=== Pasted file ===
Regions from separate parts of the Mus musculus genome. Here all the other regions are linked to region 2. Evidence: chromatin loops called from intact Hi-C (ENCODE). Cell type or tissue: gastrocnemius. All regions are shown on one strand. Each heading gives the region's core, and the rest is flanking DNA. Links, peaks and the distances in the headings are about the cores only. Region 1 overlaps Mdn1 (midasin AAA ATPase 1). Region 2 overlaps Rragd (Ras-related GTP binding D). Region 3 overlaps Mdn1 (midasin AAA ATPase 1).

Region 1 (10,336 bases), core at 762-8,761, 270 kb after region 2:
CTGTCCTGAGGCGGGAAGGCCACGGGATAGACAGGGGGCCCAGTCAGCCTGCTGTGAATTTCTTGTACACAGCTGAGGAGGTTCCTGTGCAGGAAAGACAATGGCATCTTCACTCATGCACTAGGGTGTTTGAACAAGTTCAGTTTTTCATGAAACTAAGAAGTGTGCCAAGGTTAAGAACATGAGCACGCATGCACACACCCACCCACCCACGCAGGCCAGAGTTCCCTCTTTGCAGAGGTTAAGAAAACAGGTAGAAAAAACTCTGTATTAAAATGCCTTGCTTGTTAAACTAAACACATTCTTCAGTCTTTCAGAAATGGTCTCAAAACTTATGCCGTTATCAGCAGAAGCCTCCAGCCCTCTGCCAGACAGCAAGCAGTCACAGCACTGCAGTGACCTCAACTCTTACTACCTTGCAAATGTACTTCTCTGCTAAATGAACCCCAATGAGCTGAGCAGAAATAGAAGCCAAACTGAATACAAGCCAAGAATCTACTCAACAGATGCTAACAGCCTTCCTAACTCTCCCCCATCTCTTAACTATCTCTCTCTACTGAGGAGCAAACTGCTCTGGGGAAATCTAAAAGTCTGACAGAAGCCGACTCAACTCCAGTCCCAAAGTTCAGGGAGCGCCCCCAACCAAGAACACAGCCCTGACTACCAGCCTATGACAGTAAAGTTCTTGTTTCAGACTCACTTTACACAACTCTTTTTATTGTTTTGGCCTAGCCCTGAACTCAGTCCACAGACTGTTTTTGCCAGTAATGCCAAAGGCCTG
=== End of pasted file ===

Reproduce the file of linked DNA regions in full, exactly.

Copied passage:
Regions from separate parts of the Mus musculus genome. Here all the other regions are linked to region 2. Evidence: chromatin loops called from intact Hi-C (ENCODE). Cell type or tissue: gastrocnemius. All regions are shown on one strand. Each heading gives the region's core, and the rest is flanking DNA. Links, peaks and the distances in the headings are about the cores only. Region 1 overlaps Mdn1 (midasin AAA ATPase 1). Region 2 overlaps Rragd (Ras-related GTP binding D). Region 3 overlaps Mdn1 (midasin AAA ATPase 1).

Region 1 (10,336 bases), core at 762-8,761, 270 kb after region 2:
CTGTCCTGAGGCGGGAAGGCCACGGGATAGACAGGGGGCCCAGTCAGCCTGCTGTGAATTTCTTGTACACAGCTGAGGAGGTTCCTGTGCAGGAAAGACAATGGCATCTTCACTCATGCACTAGGGTGTTTGAACAAGTTCAGTTTTTCATGAAACTAAGAAGTGTGCCAAGGTTAAGAACATGAGCACGCATGCACACACCCACCCACCCACGCAGGCCAGAGTTCCCTCTTTGCAGAGGTTAAGAAAACAGGTAGAAAAAACTCTGTATTAAAATGCCTTGCTTGTTAAACTAAACACATTCTTCAGTCTTTCAGAAATGGTCTCAAAACTTATGCCGTTATCAGCAGAAGCCTCCAGCCCTCTGCCAGACAGCAAGCAGTCACAGCACTGCAGTGACCTCAACTCTTACTACCTTGCAAATGTACTTCTCTGCTAAATGAACCCCAATGAGCTGAGCAGAAATAGAAGCCAAACTGAATACAAGCCAAGAATCTACTCAACAGATGCTAACAGCCTTCCTAACTCTCCCCCATCTCTTAACTATCTCTCTCTACTGAGGAGCAAACTGCTCTGGGGAAATCTAAAAGTCTGACAGAAGCCGACTCAACTCCAGTCCCAAAGTTCAGGGAGCGCCCCCAACCAAGAACACAGCCCTGACTACCAGCCTATGACAGTAAAGTTCTTGTTTCAGACTCACTTTACACAACTCTTTTTATTGTTTTGGCCTAGCCCTGAACTCAGTCCACAGACTGTTTTTGCCAGTAATGCCAAAGGCCTG